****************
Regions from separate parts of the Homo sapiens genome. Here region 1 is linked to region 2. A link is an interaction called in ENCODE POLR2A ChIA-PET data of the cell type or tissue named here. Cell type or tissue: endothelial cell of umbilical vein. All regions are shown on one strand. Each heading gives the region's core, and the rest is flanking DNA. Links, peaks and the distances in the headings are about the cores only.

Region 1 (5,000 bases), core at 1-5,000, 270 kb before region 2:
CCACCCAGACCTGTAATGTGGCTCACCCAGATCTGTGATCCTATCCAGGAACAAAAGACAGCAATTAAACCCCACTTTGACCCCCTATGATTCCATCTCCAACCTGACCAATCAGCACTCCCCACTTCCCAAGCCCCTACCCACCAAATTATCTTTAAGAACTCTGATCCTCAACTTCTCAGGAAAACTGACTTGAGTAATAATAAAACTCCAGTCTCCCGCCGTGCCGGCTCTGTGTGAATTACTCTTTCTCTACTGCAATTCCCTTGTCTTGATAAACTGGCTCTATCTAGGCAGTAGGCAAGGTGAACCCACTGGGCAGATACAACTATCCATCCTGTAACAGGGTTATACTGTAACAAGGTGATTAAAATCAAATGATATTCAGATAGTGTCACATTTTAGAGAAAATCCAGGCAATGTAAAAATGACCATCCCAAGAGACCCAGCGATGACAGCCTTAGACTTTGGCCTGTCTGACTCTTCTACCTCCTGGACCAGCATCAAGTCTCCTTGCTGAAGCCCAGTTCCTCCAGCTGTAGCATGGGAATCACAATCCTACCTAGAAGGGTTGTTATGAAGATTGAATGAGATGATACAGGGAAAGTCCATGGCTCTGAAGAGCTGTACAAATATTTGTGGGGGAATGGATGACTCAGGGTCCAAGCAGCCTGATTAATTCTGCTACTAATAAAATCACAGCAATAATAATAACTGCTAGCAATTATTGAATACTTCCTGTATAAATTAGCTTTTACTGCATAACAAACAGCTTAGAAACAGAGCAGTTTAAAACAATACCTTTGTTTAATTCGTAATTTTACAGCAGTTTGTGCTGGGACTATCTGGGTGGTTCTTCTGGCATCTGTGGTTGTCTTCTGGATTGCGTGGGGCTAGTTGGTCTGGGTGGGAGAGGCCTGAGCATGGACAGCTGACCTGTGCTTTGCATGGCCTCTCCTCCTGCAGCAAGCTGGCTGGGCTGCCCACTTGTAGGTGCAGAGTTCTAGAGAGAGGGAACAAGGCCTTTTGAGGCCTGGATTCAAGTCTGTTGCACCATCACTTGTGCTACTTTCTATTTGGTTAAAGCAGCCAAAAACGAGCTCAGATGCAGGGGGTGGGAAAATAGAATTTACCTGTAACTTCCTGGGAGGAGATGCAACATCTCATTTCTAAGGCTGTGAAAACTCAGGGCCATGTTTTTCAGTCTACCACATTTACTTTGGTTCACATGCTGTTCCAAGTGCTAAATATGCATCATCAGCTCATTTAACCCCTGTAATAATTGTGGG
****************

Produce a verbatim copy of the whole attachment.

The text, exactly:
Regions from separate parts of the Homo sapiens genome. Here region 1 is linked to region 2. A link is an interaction called in ENCODE POLR2A ChIA-PET data of the cell type or tissue named here. Cell type or tissue: endothelial cell of umbilical vein. All regions are shown on one strand. Each heading gives the region's core, and the rest is flanking DNA. Links, peaks and the distances in the headings are about the cores only.

Region 1 (5,000 bases), core at 1-5,000, 270 kb before region 2:
CCACCCAGACCTGTAATGTGGCTCACCCAGATCTGTGATCCTATCCAGGAACAAAAGACAGCAATTAAACCCCACTTTGACCCCCTATGATTCCATCTCCAACCTGACCAATCAGCACTCCCCACTTCCCAAGCCCCTACCCACCAAATTATCTTTAAGAACTCTGATCCTCAACTTCTCAGGAAAACTGACTTGAGTAATAATAAAACTCCAGTCTCCCGCCGTGCCGGCTCTGTGTGAATTACTCTTTCTCTACTGCAATTCCCTTGTCTTGATAAACTGGCTCTATCTAGGCAGTAGGCAAGGTGAACCCACTGGGCAGATACAACTATCCATCCTGTAACAGGGTTATACTGTAACAAGGTGATTAAAATCAAATGATATTCAGATAGTGTCACATTTTAGAGAAAATCCAGGCAATGTAAAAATGACCATCCCAAGAGACCCAGCGATGACAGCCTTAGACTTTGGCCTGTCTGACTCTTCTACCTCCTGGACCAGCATCAAGTCTCCTTGCTGAAGCCCAGTTCCTCCAGCTGTAGCATGGGAATCACAATCCTACCTAGAAGGGTTGTTATGAAGATTGAATGAGATGATACAGGGAAAGTCCATGGCTCTGAAGAGCTGTACAAATATTTGTGGGGGAATGGATGACTCAGGGTCCAAGCAGCCTGATTAATTCTGCTACTAATAAAATCACAGCAATAATAATAACTGCTAGCAATTATTGAATACTTCCTGTATAAATTAGCTTTTACTGCATAACAAACAGCTTAGAAACAGAGCAGTTTAAAACAATACCTTTGTTTAATTCGTAATTTTACAGCAGTTTGTGCTGGGACTATCTGGGTGGTTCTTCTGGCATCTGTGGTTGTCTTCTGGATTGCGTGGGGCTAGTTGGTCTGGGTGGGAGAGGCCTGAGCATGGACAGCTGACCTGTGCTTTGCATGGCCTCTCCTCCTGCAGCAAGCTGGCTGGGCTGCCCACTTGTAGGTGCAGAGTTCTAGAGAGAGGGAACAAGGCCTTTTGAGGCCTGGATTCAAGTCTGTTGCACCATCACTTGTGCTACTTTCTATTTGGTTAAAGCAGCCAAAAACGAGCTCAGATGCAGGGGGTGGGAAAATAGAATTTACCTGTAACTTCCTGGGAGGAGATGCAACATCTCATTTCTAAGGCTGTGAAAACTCAGGGCCATGTTTTTCAGTCTACCACATTTACTTTGGTTCACATGCTGTTCCAAGTGCTAAATATGCATCATCAGCTCATTTAACCCCTGTAATAATTGTGGG